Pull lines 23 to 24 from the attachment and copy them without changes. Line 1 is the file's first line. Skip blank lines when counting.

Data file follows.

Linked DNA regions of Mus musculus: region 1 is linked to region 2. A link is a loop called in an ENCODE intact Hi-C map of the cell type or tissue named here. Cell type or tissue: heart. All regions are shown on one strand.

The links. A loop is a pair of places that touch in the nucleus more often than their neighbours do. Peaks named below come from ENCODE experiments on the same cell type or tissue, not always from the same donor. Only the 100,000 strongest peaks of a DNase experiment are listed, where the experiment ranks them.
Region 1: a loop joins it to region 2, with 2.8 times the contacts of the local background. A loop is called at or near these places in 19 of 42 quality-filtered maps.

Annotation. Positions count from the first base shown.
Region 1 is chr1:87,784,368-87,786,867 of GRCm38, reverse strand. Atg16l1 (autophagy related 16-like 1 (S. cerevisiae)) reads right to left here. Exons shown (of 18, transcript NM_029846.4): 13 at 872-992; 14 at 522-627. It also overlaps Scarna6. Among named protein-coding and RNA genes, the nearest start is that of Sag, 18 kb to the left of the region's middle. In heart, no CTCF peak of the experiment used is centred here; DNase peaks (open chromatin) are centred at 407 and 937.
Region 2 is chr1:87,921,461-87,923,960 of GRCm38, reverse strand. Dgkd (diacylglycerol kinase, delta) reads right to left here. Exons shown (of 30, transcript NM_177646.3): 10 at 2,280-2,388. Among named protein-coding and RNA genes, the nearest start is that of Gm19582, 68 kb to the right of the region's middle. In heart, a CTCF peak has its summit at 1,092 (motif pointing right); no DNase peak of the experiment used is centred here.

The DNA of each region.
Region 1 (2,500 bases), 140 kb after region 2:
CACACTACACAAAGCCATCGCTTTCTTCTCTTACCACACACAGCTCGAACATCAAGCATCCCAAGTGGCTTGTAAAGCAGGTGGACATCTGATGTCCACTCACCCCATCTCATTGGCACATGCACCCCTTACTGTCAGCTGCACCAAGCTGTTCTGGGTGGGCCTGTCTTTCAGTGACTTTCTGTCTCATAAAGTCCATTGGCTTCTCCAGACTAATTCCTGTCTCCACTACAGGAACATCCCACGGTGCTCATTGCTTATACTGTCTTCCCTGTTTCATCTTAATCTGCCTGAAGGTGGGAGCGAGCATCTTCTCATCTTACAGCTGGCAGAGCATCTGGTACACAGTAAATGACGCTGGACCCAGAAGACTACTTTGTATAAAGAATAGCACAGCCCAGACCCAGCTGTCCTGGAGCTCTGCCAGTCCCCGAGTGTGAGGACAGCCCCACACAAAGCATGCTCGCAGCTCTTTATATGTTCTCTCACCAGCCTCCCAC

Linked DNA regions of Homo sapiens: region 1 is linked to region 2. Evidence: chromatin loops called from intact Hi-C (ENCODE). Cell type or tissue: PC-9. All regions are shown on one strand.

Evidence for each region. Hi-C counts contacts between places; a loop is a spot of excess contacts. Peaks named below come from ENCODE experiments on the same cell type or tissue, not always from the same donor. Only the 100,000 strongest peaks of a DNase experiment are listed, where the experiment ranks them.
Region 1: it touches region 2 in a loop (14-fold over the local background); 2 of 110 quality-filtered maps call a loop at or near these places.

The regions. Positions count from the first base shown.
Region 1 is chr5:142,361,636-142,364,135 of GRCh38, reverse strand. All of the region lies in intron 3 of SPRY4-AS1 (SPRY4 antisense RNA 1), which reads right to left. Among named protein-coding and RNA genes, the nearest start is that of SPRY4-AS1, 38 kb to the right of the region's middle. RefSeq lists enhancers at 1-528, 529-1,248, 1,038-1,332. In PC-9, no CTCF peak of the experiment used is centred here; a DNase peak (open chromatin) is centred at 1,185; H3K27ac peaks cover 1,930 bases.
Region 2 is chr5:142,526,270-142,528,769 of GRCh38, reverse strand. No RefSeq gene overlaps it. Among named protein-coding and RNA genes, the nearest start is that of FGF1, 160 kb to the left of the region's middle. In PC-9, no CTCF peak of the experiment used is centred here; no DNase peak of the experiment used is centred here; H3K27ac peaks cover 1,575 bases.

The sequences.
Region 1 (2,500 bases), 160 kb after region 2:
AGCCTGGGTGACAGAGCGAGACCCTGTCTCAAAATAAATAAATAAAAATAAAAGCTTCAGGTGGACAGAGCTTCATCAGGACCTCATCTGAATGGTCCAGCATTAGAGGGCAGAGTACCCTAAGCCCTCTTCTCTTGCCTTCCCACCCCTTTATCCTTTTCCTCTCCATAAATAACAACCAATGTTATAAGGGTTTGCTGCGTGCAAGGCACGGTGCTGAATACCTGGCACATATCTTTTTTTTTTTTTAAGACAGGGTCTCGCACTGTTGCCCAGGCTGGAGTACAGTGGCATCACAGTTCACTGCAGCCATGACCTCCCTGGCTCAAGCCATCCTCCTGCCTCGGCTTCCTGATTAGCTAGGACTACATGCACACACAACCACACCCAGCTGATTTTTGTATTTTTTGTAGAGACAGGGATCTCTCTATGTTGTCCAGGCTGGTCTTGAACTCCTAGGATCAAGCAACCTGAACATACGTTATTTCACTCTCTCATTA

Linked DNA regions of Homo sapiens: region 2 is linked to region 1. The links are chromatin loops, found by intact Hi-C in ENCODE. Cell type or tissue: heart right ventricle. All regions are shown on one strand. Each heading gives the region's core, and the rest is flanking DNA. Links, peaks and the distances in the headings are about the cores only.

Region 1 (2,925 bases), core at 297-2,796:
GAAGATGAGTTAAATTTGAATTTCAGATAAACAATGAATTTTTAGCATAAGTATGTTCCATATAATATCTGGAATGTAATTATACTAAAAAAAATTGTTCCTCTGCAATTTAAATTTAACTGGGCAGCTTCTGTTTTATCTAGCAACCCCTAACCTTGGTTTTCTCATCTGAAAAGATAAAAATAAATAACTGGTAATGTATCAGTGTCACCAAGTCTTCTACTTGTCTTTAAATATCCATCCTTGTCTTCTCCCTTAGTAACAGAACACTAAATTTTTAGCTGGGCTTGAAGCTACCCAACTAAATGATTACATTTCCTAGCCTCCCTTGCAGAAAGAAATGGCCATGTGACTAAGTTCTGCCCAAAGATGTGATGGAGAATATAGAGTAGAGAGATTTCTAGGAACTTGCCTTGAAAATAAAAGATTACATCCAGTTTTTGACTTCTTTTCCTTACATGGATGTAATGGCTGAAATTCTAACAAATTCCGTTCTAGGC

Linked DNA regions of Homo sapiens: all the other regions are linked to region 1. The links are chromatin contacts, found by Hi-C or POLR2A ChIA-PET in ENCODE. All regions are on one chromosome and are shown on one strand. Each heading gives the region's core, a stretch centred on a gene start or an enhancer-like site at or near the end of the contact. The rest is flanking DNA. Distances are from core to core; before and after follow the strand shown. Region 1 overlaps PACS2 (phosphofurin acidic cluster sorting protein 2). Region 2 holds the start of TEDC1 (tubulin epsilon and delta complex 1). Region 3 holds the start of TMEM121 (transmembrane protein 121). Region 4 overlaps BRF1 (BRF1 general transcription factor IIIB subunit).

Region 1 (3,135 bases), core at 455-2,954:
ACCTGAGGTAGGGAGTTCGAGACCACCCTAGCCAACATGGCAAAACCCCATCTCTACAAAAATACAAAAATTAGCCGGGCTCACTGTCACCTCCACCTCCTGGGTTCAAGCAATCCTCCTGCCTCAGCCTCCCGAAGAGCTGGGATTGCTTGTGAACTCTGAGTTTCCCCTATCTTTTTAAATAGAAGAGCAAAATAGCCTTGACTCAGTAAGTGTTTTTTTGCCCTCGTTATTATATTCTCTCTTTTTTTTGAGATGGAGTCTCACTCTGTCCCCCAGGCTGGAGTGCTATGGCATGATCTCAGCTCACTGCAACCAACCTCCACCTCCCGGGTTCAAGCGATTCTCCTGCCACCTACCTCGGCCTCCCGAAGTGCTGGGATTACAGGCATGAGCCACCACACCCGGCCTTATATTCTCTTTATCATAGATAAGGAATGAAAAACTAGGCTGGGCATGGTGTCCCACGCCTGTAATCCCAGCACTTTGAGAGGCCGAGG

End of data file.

Region 1 (3,135 bases), core at 455-2,954:
ACCTGAGGTAGGGAGTTCGAGACCACCCTAGCCAACATGGCAAAACCCCATCTCTACAAAAATACAAAAATTAGCCGGGCTCACTGTCACCTCCACCTCCTGGGTTCAAGCAATCCTCCTGCCTCAGCCTCCCGAAGAGCTGGGATTGCTTGTGAACTCTGAGTTTCCCCTATCTTTTTAAATAGAAGAGCAAAATAGCCTTGACTCAGTAAGTGTTTTTTTGCCCTCGTTATTATATTCTCTCTTTTTTTTGAGATGGAGTCTCACTCTGTCCCCCAGGCTGGAGTGCTATGGCATGATCTCAGCTCACTGCAACCAACCTCCACCTCCCGGGTTCAAGCGATTCTCCTGCCACCTACCTCGGCCTCCCGAAGTGCTGGGATTACAGGCATGAGCCACCACACCCGGCCTTATATTCTCTTTATCATAGATAAGGAATGAAAAACTAGGCTGGGCATGGTGTCCCACGCCTGTAATCCCAGCACTTTGAGAGGCCGAGG